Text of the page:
Verse 21: “Peace be with you! As the Father has sent me, I am sending you”.

Photo credit: Mael Gramain

Shortly after Mary Magdalene announces that she has seen the risen Lord, Jesus appears to the disciples. They are gathered together, hiding behind locked doors “for fear of the Jews”. For three years they have lived together almost 24-7. In the blur of less than 24 hours their leader and Lord has been arrested and crucified. As the disciples ponder all this and the news of Mary Magdalene, Jesus appears and offers them his peace. Jesus offers his hands and side as proof – “the disciples are overjoyed”. What a beautiful end to a tragic story!

Next, Jesus does not offer to cash in their healthy 401-3-k. He does not wish them well and send them off into the sunset with a very generous severance package. No, Jesus says, “Peace be with you! As the Father has sent me, I am sending you”. In reality he is saying, ‘Men who were hiding in fear, be bold and go out to those Jews you fear and proclaim the good news’. Jesus wants them to get back out there, to continue to share the message of God’s love and grace. He has the same expectation of you and me, brother or sister of Christ. Jesus calls us to be witnesses to the good news, fellow beloved children of God almighty.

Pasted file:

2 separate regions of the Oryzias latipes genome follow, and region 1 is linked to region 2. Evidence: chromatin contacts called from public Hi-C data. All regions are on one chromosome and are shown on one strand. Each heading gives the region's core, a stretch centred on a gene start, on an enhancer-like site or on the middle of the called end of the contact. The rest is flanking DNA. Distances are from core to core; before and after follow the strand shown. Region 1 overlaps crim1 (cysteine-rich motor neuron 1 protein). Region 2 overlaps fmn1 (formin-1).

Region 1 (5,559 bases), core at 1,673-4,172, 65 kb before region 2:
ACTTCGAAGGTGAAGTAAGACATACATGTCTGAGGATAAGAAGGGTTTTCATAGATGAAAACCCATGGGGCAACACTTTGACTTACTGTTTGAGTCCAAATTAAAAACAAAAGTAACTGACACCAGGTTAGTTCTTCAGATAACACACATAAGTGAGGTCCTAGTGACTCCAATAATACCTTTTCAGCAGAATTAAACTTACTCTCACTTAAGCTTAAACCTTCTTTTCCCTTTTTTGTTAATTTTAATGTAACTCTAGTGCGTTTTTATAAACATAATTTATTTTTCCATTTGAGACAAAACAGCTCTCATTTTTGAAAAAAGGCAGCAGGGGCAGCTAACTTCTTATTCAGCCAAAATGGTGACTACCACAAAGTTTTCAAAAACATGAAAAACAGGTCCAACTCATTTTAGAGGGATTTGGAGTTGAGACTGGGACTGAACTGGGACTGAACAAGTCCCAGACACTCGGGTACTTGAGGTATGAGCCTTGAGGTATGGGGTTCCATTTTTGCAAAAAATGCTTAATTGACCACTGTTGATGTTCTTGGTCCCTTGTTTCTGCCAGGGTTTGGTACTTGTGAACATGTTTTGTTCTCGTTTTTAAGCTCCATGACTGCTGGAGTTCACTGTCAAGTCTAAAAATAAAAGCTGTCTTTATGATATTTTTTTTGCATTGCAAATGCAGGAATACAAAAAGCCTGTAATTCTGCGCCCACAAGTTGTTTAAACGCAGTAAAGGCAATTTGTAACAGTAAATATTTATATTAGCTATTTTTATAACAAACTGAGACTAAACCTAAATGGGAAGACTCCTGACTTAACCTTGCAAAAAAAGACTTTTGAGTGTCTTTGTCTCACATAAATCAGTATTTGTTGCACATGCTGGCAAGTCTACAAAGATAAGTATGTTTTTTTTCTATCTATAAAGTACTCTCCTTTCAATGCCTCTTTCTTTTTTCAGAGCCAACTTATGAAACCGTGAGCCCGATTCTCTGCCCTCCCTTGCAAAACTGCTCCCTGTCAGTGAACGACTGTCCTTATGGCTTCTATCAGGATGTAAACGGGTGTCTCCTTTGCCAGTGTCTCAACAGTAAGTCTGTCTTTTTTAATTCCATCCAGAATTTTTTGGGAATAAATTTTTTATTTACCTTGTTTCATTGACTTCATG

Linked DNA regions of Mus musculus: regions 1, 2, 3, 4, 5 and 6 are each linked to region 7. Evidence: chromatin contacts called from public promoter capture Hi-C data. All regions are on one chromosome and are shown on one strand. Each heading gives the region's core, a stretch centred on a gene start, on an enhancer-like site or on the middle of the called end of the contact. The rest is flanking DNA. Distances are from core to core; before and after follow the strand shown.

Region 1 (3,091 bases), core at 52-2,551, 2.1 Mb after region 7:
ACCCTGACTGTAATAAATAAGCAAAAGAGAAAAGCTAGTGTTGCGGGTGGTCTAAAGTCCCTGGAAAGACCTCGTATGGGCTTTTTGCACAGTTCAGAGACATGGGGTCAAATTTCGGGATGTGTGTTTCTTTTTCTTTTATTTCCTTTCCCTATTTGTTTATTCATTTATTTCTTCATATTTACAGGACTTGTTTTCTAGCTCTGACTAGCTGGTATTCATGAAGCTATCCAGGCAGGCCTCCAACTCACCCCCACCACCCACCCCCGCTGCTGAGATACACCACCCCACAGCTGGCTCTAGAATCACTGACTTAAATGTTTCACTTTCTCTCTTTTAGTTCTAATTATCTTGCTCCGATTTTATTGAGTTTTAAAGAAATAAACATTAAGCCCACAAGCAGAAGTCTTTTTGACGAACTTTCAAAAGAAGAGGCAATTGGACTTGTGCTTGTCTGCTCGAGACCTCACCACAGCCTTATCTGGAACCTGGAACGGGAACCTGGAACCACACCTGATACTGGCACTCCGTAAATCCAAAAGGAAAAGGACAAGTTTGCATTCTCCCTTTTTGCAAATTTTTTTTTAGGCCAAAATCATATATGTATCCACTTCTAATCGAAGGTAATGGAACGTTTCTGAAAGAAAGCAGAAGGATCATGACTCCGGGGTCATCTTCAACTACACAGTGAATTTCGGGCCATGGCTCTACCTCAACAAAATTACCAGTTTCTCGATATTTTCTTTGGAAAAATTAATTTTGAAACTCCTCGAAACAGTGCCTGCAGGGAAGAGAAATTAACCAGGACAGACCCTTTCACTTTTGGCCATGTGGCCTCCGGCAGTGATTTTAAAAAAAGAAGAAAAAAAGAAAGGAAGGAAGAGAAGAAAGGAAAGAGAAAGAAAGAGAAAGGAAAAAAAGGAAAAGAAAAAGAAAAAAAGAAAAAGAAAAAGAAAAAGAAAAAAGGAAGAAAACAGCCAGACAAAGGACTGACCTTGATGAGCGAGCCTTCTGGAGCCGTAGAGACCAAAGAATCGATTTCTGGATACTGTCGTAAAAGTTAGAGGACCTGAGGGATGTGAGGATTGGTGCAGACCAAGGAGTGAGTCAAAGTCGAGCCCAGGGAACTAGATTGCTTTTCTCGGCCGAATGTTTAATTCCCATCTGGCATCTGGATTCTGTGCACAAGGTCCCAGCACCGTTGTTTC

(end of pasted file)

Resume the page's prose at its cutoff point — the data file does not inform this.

“With that” commission given Jesus empowers them for the task ahead. Jesus breathes new life into the disciples as he says, “Receive the Holy Spirit”. The same indwelling holy presence that guided Jesus is now shared with these disciples. The Spirit that led Jesus for three years is now breathed into the disciples so that they can continue the work of building the kingdom of God. When we confess Jesus Christ as Lord and Savior, when we ask him to the the Lord of our life, we are empowered by the same Holy Spirit. Through the sharing of our faith and the witness of our lives we are sent out into the world to build the kingdom of God. Inviting and guiding others into relationship with Jesus Christ we offer the opportunity to new life – a life without enslavement to sin and death.

My friends, we too have the power over sin that the disciples exercised. Jesus’ unconditional love and undeserved grace is available to one and all. Each time the Holy Spirit nudges or leads us to share our faith with a lost or broken soul, we hold the power of forgiveness in our hands. How will we exercise this power, this access to love and grace? As we are given opportunity, may we live as resurrection people, sharing the good news of Jesus Christ with all we meet. May this be the power that we choose.

Prayer: Lord of life, may your peace reign in my heart and mind. May that peace propel me out into the world to share your love and grace, your good news, with all I meet. May it ever be so. Amen.


Leave a comment

A Better Earth

Reading: Revelation 21: 1-6a

Verse 4: “There will be no more death or mourning or crying or pain, for the old order of things has passed away”.

The book of Revelation is one of judgment and violence and destruction. It is the story of the end of this world and the final defeat of Satan and evil. All that has culminated as we turn to chapter 21 today. Here John opens with this line: “Then I saw a new heaven and a new earth”. Depending on your relationship with God, this sentence can bring hope or it can bring dread. If you are living without or outside of a relationship with God, the idea of this world ending is dreadful. However, for the believer or for those living with persecution or injustice or prejudice or abuse or violence or… then the idea of a new earth is filled with hope.